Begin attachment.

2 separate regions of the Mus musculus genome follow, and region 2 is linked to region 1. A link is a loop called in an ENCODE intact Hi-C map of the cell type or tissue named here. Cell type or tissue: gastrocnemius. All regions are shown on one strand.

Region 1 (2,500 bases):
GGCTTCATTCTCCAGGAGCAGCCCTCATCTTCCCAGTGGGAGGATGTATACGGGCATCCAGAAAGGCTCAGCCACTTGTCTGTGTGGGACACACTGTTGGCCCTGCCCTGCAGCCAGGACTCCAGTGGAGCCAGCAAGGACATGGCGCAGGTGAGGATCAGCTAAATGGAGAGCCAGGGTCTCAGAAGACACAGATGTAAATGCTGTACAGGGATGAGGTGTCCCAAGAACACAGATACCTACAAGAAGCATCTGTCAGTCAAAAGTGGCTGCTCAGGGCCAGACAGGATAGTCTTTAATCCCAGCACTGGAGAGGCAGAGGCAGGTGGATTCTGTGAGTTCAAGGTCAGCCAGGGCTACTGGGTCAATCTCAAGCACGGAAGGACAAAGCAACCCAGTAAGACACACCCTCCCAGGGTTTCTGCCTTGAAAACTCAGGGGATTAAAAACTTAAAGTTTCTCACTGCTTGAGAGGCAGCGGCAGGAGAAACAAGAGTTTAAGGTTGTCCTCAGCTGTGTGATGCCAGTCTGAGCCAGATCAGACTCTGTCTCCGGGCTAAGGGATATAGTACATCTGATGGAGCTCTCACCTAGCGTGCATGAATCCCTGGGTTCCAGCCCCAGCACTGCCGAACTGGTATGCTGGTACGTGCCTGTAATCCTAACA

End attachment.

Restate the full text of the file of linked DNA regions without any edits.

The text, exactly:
2 separate regions of the Mus musculus genome follow, and region 2 is linked to region 1. A link is a loop called in an ENCODE intact Hi-C map of the cell type or tissue named here. Cell type or tissue: gastrocnemius. All regions are shown on one strand.

Region 1 (2,500 bases):
GGCTTCATTCTCCAGGAGCAGCCCTCATCTTCCCAGTGGGAGGATGTATACGGGCATCCAGAAAGGCTCAGCCACTTGTCTGTGTGGGACACACTGTTGGCCCTGCCCTGCAGCCAGGACTCCAGTGGAGCCAGCAAGGACATGGCGCAGGTGAGGATCAGCTAAATGGAGAGCCAGGGTCTCAGAAGACACAGATGTAAATGCTGTACAGGGATGAGGTGTCCCAAGAACACAGATACCTACAAGAAGCATCTGTCAGTCAAAAGTGGCTGCTCAGGGCCAGACAGGATAGTCTTTAATCCCAGCACTGGAGAGGCAGAGGCAGGTGGATTCTGTGAGTTCAAGGTCAGCCAGGGCTACTGGGTCAATCTCAAGCACGGAAGGACAAAGCAACCCAGTAAGACACACCCTCCCAGGGTTTCTGCCTTGAAAACTCAGGGGATTAAAAACTTAAAGTTTCTCACTGCTTGAGAGGCAGCGGCAGGAGAAACAAGAGTTTAAGGTTGTCCTCAGCTGTGTGATGCCAGTCTGAGCCAGATCAGACTCTGTCTCCGGGCTAAGGGATATAGTACATCTGATGGAGCTCTCACCTAGCGTGCATGAATCCCTGGGTTCCAGCCCCAGCACTGCCGAACTGGTATGCTGGTACGTGCCTGTAATCCTAACA